HABITABLE is centered around the notion of habitability and aims to formulate a broader and interdisciplinary conceptualisation of the concept of social tipping points as an innovative way to analyse how environmental disruptions can potentially trigger major social changes.
HABITABLE contends that the “habitability” of a given place is hardly objective and cannot be determined by analyses of climate parameters alone. On the contrary, migration outcomes are strongly dependent on individual and collective perceptions of changes and risks, as well as other mitigating factors of these changes – such as the adaptive strategies and capacities of populations in situ. Building from this, an innovative contribution from HABITABLE is the consideration of the perceptions of affected populations – migrant and non-migrant – regarding the habitability of local areas and the perceived benefits of migration.
Intentionally steering away from simple linear assumptions, HABITABLE adopts a systems-based approach accounting for the interactions between climate impacts and other drivers of migration – including social, political, economic, environmental and demographic factors. HABITABLE’s systemic approach will contribute to the design of appropriate and sustainable policy responses to the climate-migration nexus.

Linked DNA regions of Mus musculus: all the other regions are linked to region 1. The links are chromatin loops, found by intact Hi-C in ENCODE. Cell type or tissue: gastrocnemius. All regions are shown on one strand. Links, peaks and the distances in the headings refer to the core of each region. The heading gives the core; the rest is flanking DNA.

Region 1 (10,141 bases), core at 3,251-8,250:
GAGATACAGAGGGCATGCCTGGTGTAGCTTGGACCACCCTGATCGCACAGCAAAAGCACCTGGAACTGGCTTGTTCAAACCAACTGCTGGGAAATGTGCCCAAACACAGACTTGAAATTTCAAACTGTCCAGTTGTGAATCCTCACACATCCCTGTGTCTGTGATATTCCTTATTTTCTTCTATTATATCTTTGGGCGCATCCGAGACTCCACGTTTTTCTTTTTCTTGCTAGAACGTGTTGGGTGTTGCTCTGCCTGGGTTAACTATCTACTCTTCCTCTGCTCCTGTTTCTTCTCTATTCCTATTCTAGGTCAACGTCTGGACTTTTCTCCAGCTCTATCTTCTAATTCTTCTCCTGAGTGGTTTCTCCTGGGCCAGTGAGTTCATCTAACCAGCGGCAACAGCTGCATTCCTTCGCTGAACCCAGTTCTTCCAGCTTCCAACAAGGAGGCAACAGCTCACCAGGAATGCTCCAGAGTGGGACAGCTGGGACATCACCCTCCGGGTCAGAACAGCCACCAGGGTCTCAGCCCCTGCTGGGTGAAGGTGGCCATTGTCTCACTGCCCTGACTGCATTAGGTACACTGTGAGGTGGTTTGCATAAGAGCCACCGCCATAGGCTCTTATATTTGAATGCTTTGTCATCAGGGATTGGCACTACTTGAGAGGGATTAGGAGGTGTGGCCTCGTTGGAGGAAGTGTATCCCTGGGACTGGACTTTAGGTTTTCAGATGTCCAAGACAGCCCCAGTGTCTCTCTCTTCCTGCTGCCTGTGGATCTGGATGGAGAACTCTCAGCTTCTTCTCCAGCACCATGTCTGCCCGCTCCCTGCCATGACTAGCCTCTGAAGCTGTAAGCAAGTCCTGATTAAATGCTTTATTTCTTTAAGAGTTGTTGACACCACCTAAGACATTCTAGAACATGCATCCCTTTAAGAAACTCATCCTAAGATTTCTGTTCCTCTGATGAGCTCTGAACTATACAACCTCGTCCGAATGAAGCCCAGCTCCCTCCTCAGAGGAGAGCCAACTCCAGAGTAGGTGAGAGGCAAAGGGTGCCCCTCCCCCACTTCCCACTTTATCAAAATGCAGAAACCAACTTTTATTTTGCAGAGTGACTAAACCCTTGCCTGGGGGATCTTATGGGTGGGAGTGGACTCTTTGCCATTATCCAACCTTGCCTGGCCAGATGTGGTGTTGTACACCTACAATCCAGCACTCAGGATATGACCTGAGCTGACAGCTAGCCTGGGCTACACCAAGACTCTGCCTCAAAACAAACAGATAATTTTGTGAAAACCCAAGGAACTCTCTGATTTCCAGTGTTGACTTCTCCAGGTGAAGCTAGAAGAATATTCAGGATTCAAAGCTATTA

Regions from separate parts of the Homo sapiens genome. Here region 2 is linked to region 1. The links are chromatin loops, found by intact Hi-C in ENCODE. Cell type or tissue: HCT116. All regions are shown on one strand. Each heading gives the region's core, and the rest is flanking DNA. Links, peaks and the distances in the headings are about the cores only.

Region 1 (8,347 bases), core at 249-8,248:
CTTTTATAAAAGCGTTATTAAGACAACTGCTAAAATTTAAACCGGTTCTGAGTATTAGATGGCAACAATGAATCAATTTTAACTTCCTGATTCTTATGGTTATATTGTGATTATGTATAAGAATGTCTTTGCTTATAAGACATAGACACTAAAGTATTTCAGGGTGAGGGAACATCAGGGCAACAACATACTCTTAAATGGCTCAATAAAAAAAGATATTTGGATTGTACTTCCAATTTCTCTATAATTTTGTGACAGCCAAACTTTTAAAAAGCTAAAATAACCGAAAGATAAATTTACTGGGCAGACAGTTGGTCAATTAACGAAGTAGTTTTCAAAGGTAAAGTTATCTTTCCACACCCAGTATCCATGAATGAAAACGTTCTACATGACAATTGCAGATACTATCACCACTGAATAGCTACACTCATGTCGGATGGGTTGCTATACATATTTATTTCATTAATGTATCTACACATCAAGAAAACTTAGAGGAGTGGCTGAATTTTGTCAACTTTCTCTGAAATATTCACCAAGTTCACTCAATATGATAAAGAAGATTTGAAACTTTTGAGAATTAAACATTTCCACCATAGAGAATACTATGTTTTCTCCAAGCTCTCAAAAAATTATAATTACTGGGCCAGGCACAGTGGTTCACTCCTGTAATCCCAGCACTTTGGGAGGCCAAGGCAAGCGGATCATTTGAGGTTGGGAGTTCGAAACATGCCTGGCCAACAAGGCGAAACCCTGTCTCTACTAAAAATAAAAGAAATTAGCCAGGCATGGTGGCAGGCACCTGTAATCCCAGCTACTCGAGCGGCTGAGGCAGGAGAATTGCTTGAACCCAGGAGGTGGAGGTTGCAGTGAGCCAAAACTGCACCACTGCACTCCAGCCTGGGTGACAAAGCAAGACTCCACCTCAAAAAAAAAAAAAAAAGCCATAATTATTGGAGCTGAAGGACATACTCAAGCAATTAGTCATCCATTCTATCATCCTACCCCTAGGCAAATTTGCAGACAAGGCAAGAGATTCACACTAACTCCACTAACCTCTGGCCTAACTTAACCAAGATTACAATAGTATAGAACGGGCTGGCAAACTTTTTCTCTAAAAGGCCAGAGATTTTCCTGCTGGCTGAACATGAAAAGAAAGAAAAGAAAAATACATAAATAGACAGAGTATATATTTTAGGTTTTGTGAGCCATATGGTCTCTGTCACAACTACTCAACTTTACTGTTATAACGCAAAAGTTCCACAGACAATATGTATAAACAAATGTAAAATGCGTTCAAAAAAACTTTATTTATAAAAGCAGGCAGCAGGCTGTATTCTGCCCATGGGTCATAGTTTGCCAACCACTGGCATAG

HABITABLE is divided into three research domains: 1) Web of Casualties, 2) Adaptation, and 3) Policies, which are complemented by two transversal components: Gender and social equality, and Stakeholder engagement. Each domain consists of Work Packages led by different consortium members whose geographical, disciplinary and methodological strengths complement each other.